Venezuela: Constituent Assembly gets congress’ powers


A Constituent Assembly controlled by supporters of embattled Venezuelan President Nicolas Maduro unanimously approved a decree Friday that allows it to pass laws without consulting the opposition-controlled Congress.

The assembly will "assume the powers to legislate on matters directly aimed at ensuring the preservation of peace, security, sovereignty, the socioeconomic and financial system, state property and the preeminence of the rights of Venezuelans, according to a decree adopted by the controversial group that has the power to rewrite the Constitution and dissolve institutions.

"We are not going to allow more deviations of power, Assembly president Delcy Rodriguez said before reading the decree in a session to which lawmakers were invited.

As anticipated, however, opposition congressmen announced just minutes before the session they would not attend it.

"We will not appear before the fraudulent Constituent Assembly, they said in an open letter published in local media. We are submitted to the validity of the 1999 Constitution.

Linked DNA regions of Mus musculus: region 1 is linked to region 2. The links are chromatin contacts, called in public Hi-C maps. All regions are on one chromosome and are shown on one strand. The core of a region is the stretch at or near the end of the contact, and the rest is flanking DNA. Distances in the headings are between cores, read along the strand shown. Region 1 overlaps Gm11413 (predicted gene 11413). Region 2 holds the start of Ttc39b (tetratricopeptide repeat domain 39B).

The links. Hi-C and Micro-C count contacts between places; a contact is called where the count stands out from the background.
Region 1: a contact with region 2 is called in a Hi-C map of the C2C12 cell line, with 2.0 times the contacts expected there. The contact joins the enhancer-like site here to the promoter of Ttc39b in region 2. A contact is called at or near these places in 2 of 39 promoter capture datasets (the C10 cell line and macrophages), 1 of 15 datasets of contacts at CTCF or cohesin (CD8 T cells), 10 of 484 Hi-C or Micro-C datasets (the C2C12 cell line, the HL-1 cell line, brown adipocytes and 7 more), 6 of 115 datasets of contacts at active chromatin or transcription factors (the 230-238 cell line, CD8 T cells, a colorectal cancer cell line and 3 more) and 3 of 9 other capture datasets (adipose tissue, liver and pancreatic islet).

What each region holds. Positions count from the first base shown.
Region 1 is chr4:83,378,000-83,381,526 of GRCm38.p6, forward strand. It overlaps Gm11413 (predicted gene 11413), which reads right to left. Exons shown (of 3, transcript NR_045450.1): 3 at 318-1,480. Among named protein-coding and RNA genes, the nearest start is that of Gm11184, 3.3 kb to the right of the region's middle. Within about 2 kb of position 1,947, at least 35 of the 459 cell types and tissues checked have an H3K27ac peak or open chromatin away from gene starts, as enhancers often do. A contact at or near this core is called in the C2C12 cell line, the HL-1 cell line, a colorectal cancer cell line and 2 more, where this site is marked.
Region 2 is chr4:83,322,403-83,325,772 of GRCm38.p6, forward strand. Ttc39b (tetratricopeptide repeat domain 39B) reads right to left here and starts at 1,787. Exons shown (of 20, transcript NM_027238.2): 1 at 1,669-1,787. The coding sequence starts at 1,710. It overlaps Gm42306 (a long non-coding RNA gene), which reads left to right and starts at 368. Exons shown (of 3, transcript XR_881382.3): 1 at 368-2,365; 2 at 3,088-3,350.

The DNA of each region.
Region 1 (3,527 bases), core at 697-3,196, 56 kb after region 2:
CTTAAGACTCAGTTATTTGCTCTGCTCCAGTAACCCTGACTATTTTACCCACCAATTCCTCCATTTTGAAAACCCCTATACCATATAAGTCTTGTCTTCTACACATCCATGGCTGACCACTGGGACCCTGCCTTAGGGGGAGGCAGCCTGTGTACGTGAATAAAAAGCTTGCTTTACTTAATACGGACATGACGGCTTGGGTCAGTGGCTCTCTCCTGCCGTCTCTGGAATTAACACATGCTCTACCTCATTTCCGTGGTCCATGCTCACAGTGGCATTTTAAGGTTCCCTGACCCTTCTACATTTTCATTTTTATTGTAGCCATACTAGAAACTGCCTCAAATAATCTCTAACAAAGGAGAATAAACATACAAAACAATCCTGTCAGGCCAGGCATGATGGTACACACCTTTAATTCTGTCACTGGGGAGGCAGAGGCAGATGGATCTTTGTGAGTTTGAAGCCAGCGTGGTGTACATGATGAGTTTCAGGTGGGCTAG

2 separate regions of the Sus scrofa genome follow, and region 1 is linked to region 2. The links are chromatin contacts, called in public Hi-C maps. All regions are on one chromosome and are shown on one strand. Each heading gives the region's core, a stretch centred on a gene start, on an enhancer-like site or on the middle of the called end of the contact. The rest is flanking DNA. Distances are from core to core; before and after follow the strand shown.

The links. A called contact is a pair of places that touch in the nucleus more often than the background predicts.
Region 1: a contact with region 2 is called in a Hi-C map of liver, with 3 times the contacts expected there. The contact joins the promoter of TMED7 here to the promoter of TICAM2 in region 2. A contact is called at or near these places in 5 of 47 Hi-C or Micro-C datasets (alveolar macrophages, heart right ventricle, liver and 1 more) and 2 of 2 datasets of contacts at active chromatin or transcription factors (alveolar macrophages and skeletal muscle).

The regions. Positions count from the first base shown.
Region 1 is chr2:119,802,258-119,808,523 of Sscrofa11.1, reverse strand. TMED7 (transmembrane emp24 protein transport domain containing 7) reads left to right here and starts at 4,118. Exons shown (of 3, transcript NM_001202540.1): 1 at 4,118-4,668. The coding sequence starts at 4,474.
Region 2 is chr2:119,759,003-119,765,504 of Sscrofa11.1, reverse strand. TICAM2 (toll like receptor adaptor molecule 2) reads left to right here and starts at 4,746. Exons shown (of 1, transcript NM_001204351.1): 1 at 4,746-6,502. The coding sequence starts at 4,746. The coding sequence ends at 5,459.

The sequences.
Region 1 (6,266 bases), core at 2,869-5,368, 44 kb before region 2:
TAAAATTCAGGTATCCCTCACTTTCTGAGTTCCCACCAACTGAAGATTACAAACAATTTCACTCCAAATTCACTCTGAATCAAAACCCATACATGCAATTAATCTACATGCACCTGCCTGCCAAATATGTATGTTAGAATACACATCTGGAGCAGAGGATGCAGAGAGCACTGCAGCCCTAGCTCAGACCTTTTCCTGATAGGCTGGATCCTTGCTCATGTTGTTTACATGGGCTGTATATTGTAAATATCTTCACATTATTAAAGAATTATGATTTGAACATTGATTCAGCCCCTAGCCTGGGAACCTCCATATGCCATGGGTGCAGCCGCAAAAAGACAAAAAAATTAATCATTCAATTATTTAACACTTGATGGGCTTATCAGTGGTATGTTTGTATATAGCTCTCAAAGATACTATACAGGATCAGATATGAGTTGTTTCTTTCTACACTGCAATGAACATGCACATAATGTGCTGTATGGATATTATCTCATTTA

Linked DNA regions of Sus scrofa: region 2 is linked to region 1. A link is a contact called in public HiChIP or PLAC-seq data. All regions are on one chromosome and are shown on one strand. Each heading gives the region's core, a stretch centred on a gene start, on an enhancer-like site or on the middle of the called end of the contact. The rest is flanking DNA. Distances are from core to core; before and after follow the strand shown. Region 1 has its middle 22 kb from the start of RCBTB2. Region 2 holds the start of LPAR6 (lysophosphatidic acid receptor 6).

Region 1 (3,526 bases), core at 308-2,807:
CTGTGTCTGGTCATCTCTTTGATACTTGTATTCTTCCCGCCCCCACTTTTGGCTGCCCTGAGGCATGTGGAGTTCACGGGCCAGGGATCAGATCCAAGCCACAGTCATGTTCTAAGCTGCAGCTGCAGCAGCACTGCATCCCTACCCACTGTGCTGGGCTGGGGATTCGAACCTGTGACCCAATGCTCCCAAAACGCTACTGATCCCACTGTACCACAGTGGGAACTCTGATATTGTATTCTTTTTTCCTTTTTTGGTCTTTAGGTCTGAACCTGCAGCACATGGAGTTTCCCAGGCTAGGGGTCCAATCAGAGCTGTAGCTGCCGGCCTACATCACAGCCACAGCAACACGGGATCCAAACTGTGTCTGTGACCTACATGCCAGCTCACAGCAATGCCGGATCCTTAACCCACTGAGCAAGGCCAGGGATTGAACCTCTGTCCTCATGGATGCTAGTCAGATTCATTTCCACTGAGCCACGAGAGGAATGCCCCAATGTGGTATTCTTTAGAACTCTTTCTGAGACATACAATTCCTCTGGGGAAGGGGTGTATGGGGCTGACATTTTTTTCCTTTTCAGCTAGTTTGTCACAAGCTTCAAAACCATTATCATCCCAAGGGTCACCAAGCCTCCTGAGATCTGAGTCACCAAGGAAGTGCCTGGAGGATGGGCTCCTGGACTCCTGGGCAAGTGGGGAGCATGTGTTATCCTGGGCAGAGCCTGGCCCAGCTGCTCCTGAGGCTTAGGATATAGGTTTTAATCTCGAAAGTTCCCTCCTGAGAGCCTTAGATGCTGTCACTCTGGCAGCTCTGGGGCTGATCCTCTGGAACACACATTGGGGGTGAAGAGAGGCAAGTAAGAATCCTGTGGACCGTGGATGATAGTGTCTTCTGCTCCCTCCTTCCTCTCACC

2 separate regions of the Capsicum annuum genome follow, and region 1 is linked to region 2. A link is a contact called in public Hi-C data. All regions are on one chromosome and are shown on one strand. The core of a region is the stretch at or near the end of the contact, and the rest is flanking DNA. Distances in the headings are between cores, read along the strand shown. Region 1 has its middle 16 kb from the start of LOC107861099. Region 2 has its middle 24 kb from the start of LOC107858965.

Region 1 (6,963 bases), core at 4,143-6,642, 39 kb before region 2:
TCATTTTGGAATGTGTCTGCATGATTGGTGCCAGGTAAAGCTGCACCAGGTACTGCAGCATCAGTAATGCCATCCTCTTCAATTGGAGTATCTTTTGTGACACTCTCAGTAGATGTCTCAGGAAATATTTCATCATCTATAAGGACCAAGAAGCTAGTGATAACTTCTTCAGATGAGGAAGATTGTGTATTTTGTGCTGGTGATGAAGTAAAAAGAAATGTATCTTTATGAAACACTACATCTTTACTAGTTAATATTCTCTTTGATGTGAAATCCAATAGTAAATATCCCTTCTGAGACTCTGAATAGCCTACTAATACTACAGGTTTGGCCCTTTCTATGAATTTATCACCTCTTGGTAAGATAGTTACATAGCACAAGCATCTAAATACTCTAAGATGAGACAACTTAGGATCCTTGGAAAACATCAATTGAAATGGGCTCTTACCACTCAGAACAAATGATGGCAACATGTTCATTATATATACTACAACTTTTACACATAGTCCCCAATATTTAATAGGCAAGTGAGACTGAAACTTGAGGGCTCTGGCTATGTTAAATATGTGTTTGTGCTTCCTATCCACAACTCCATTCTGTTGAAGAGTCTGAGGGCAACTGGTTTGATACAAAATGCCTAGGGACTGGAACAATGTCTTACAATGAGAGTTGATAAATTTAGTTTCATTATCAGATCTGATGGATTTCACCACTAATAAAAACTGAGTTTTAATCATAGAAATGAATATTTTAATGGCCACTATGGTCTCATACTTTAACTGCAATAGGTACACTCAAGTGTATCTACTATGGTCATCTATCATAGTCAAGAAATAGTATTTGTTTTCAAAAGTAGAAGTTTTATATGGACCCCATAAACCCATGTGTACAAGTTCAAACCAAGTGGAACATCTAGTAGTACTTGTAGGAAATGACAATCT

At the end of March, the Supreme Court � accused by the opposition of serving the government -- assumed functions of the Parliament, a decision that caused wide international rejection

The Supreme Court reversed its decision within 48 hours, although the opposition called massive protests that have left at least 120 dead since April.

The Constituent Assembly was launched Aug. 4 amid fraud accusations and international criticism.

At least 40 countries and international organizations, including the U.S. and the EU, demanded Maduro not launch the Constituent Assembly and threatened not to recognize the new body.

Source: Anadolu Agency